I keep the Fostex cassette four-track recorder I got in 1996 in my desk in my home office. I have a couple of duffle bags full of stuff I’ve taped over the last two decades, 22 and a half minutes of noise per tape, and although almost all of it is complete trash, it’s my trash, and that means something to me. I’ve fiddled around with recording on a computer, and briefly had a digital eight-track whose hard drive died the day after the warranty expired, but I keep coming back to that banged-up old Fostex. It’s easy to use, and I know what I’m doing on it, and it’s not like I’m going to do anything else with the stack of unopened Maxells I’ve been hoarding for years.
Well, I guess I could throw those tapes in the trash, now, as the MixPre-6M might finally be the full-time replacement I need for that old four-track. This little box from Sound Devices isn’t much bigger than a book, but it’s a useful and multifaceted tool for digitally recording a wide variety of projects. It’s been my go-to when I’m messing around at home this past month, but it’s also portable enough to take to the space and easily record our practices. With four XLR/TRS combo inputs, it’s possible to record four tracks at once, minimizing the need for ping-ponging or laying everything down individually, instrument by instrument. And since it can run on either batteries or an AC adapter, you can pretty much take it anywhere you need—like when I used my car as a makeshift vocal booth for a song I was working on a couple of weeks ago. That portability is one of the MixPre-6M’s greatest strengths.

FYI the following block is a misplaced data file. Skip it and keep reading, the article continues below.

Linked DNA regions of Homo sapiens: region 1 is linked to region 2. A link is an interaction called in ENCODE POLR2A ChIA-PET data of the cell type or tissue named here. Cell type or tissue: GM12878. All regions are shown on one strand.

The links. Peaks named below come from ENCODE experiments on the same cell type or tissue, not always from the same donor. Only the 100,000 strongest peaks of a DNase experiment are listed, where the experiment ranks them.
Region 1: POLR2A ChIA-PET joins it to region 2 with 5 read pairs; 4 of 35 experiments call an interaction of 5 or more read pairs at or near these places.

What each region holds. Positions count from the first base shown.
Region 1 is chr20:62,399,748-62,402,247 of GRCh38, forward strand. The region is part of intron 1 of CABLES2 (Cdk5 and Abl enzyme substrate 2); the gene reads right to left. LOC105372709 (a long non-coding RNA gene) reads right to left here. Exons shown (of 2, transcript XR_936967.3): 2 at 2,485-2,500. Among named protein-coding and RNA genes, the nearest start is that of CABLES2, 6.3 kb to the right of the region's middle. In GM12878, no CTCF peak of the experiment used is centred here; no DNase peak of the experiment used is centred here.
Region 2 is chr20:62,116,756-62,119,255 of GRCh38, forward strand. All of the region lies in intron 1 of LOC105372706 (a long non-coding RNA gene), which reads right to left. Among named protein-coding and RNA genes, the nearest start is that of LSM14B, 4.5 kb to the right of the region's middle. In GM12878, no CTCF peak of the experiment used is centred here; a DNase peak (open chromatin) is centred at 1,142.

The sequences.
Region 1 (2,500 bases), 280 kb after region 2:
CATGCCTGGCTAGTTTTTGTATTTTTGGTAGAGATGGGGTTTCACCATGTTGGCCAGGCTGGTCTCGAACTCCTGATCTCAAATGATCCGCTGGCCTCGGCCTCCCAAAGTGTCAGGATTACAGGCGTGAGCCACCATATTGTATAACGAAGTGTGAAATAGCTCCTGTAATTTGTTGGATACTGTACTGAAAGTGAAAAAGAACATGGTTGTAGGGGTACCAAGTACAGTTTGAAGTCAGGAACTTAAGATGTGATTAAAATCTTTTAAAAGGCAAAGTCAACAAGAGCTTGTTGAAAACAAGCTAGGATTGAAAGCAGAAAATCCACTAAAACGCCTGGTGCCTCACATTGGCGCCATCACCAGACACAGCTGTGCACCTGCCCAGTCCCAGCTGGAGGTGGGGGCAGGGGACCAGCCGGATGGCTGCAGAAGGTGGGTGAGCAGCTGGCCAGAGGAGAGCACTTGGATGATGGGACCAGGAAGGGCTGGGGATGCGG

Of course you wouldn’t want to take a recorder anywhere, much less everywhere, if it wasn’t up to snuff. The sound I’m able to get on my MixPre-6M is rich and clear, though, with a Shure SM58 as my primary microphone. I can get a clean, professional sound with ease, and also get something a little crisper and more lo-fi (something a little more like my loyal old Fostex) by letting it clip just a little bit. Sound Devices heavily touts the quality of the MixPre-6M’s custom preamps in their marketing material, and I can hear why. They’re probably the chief selling point here, after the portability—these low-noise preamps can beautifully capture sound from almost any kind of microphone. It also comes with a variety of useful tools built-in, like a metronome, the ability to punch in and out and record overdubs, and reverb. It’s a good, natural reverb sound, too, and doesn’t sound canned or overly digital.
There’s no built in hard drive storage, which is actually a plus for me. My previous experience with a digital eight-track ended abruptly with a permanent hard drive failure. The MixPre-6M records straight to a SD card that you can easily pop in and out of its body. If you don’t want to use the USB connection to patch into a computer, you can just slide that card into your computer’s SD slot and quickly transfer your files. It might be one more step than recording directly into your computer’s DAW, but it’s still simple enough to not be a hassle.